Stimulus Bill Includes Important Privacy Provisions That Affect Psychiatrists

June 2, 2009

Psychiatrists failed to get privacy protection for an expanded version of their psychotherapy notes in the stimulus bill Congress passed last February. But the American Recovery and Reinvestment Act (ARRA) did authorize a study on the issue and made other pro-privacy improvements to the Health Insurance Portability and Accountability Act of 1996 (HIPAA).

Psychiatrists failed to get privacy protection for an expanded version of their psychotherapy notes in the stimulus bill Congress passed last February. But the American Recovery and Reinvestment Act (ARRA) did authorize a study on the issue and made other pro-privacy improvements to the Health Insurance Portability and Accountability Act of 1996 (HIPAA).

The stimulus provision on psycho­therapy notes mandates a study by the Department of Health and Human Services (HHS) on whether the HIPAA protection of those notes should be expanded beyond the psychiatrist’s written notes on a patient session to “test data that is related to direct responses, scores, items, forms, protocols, manuals, or other materials that are part of a mental health evaluation.” Under current law, which the stimulus bill does not change, psychiatrists and other physicians need to obtain a patient’s authorization before they can pass on the patient’s records to a third party for purposes of treatment, payment, and health care operation (“TPO”). Psychiatrists need a separate patient authorization for handing over psychotherapy notes.

Matthew Sturm, associate director, government relations, American Psychiatric Association, said the APA and several other major mental health groups had asked that psychotherapy testing data, which may be meaningless or even harmful to the patient, be given the same enhanced protection that psychotherapy notes have. The outright protections were in an early draft version of the stimulus bill, but the final bill contained language for the secretary of HHS to study on the matter. “We feel this is an acceptable first step toward greater privacy for this special data that is not useful or appropriate to have in an electronic medical record,” Sturm stated.

The ARRA expansion of HIPPA- beyond the potential widening of the definition of psychotherapy notes-is equally significant for psychiatrists, particularly given their handling of sensitive protected health information (PHI), whether in paper or electronic form. One provision requires physicians to provide an accounting to both the patient and conceivably others when they disclose PHI for TPO. This is not required currently. This provision becomes effective no earlier than January 1, 2011.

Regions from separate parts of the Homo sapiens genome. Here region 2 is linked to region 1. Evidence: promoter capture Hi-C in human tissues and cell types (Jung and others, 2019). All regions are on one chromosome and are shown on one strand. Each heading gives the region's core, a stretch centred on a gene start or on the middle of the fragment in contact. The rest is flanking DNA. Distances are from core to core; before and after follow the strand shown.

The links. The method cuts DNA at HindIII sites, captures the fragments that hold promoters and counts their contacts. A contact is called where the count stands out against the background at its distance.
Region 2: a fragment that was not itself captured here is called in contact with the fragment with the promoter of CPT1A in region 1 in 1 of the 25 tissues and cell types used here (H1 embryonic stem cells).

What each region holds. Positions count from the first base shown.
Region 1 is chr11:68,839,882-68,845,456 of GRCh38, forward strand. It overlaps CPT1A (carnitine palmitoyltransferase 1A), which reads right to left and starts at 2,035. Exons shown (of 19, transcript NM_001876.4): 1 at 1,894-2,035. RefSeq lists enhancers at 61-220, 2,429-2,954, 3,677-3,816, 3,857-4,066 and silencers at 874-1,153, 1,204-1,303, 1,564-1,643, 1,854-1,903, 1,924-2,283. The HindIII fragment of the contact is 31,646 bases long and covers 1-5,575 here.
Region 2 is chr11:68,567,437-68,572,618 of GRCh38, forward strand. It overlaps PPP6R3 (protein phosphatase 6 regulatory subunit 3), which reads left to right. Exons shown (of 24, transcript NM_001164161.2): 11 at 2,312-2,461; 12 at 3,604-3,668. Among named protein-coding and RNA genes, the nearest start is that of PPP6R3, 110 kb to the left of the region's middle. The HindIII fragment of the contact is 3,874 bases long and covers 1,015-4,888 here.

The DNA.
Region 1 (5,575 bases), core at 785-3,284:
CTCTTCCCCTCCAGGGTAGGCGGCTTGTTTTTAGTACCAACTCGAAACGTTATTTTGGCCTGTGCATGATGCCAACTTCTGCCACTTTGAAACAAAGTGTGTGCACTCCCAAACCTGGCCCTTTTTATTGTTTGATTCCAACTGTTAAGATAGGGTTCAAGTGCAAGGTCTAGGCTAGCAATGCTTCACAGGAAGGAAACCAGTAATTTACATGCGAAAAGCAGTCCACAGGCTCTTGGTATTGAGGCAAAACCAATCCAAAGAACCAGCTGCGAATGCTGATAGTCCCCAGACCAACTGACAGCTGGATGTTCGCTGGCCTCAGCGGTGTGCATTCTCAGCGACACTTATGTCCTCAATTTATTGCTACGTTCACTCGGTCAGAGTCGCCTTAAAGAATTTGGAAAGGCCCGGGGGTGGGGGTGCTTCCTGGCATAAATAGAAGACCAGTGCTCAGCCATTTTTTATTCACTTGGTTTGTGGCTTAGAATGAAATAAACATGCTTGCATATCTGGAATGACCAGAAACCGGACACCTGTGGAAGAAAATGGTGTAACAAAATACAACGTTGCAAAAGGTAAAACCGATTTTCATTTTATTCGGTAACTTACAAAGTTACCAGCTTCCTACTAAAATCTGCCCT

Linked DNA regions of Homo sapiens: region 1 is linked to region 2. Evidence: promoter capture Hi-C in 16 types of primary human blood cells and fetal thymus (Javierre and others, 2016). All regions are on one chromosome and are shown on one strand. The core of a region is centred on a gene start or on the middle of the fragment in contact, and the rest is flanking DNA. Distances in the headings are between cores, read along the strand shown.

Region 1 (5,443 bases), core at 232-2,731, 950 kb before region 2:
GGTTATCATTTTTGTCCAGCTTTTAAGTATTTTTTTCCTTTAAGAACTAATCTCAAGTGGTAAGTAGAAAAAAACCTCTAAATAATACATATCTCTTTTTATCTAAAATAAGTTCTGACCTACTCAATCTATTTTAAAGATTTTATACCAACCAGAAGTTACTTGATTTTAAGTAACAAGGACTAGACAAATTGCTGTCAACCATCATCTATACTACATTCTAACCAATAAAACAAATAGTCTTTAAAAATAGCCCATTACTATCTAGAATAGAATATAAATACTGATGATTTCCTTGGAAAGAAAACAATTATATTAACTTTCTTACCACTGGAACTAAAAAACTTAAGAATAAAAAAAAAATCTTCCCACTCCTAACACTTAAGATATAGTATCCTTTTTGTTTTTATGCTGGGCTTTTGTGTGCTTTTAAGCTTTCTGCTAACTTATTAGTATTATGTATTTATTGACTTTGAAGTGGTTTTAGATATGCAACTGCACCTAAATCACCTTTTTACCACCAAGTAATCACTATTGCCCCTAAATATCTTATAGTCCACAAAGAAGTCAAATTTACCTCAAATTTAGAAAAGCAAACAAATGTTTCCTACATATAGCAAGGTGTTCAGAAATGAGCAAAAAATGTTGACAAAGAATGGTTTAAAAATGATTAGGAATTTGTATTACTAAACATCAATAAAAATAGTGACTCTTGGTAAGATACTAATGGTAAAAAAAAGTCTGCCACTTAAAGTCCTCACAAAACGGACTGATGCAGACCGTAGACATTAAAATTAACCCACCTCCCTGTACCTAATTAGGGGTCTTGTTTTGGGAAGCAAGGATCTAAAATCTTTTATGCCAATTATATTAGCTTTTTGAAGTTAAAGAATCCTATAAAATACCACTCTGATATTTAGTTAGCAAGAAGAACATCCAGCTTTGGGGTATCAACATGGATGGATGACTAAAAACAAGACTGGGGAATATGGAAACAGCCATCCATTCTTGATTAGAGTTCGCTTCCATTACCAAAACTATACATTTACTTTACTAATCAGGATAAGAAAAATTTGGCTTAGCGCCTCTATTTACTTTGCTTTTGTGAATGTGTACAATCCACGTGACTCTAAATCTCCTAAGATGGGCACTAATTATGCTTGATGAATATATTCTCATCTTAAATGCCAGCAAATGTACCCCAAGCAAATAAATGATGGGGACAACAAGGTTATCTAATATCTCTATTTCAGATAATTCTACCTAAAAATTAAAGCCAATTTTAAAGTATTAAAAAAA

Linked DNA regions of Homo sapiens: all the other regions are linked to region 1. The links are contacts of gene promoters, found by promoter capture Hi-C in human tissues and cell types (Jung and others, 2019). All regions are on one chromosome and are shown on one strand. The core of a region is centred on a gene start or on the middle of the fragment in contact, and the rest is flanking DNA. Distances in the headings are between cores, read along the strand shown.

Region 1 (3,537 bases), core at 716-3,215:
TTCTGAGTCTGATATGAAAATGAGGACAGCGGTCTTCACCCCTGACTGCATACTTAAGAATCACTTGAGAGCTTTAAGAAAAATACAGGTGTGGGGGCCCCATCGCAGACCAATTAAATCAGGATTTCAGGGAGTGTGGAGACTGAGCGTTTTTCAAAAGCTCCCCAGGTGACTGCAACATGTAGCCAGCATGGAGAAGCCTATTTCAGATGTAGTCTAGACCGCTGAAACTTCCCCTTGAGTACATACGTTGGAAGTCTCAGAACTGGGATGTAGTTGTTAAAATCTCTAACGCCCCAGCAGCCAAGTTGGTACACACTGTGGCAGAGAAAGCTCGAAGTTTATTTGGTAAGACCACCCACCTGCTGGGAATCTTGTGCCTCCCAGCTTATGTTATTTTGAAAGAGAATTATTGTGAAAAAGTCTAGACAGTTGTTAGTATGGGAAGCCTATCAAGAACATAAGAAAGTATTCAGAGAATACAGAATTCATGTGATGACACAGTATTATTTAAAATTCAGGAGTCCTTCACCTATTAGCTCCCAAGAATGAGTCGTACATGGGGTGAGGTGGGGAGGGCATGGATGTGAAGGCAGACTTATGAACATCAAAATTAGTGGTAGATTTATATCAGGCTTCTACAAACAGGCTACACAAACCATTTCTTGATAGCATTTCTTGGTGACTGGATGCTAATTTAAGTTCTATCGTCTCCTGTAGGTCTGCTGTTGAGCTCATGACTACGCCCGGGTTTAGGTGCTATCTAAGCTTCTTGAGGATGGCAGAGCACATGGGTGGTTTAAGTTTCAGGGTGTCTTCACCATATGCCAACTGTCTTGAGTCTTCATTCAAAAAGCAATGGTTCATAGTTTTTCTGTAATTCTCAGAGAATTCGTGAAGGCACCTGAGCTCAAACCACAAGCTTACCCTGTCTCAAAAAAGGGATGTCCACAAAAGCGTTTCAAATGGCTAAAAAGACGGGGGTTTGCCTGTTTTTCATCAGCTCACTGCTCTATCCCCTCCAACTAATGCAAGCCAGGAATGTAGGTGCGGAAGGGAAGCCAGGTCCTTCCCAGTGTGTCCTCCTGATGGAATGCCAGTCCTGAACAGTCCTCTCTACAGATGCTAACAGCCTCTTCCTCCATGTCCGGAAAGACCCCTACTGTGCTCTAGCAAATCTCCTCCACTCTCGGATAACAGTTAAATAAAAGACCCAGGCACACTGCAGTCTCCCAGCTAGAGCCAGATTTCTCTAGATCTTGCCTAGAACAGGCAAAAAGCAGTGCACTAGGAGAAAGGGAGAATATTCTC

The ARRA also has a new requirement that physicians notify individuals of data breaches that involve “unsecured” PHI, which goes into effect on February 17, 2010. Patient information is “unsecured” if it is not encrypted. The HHS issued a guidance regarding “encryption” on April 17. If there is a breach, psychiatrists must notify patients within 60 days. “APA has lobbied for the comprehensive breach notification that was included in the stimulus bill that also included a ‘good faith clause’ for unintentional or accidental access of information,” said Sturm.

Susan Gindin, counsel to the Denver law firm of Isaacson Rosenbaum P. C., pointed out that to the extent psychiatrists keep only handwritten psychotherapy notes, it will be hard to meet any encryption standard. The draft HHS guidance gives physicians 2 choices for meeting the standard:

• Data encryption consistent with National Institute of Standards and Technology Special Publication 800-111 or Federal Information Processing Standards 140-2
• PHI in either paper or electronic form is destroyed Of course, this second choice may not work for handwritten psychotherapy notes because a psychiatrist is likely to keep them for a long time.

The ARRA also makes a number of significant changes to civil penalties for HIPAA violations, which go into effect immediately. These include a new tiered civil monetary pen­alty structure. Fines currently range from $100 per violation with an annual cap of $25,000. Under the ARRA, they soar to $50,000 per violation with an annual cap of $1,500,000.

“APA has felt that HIPAA enforcement has been woefully inadequate,” Sturm said. “We feel this will have a real impact on preventing largeand small-scale malicious breaches of private data.” But he noted that the penalties are on a tiered system with the instruction for the secretary of HHS to assign penalties based on “the nature and extent of the violation and the nature and extent of the harm resulting from such violation.” The lowest tier is for those who inadvertently violate HIPAA. “This is where the vast majority of covered individual physicians who make a HIPAA error would fall into,” Sturm said.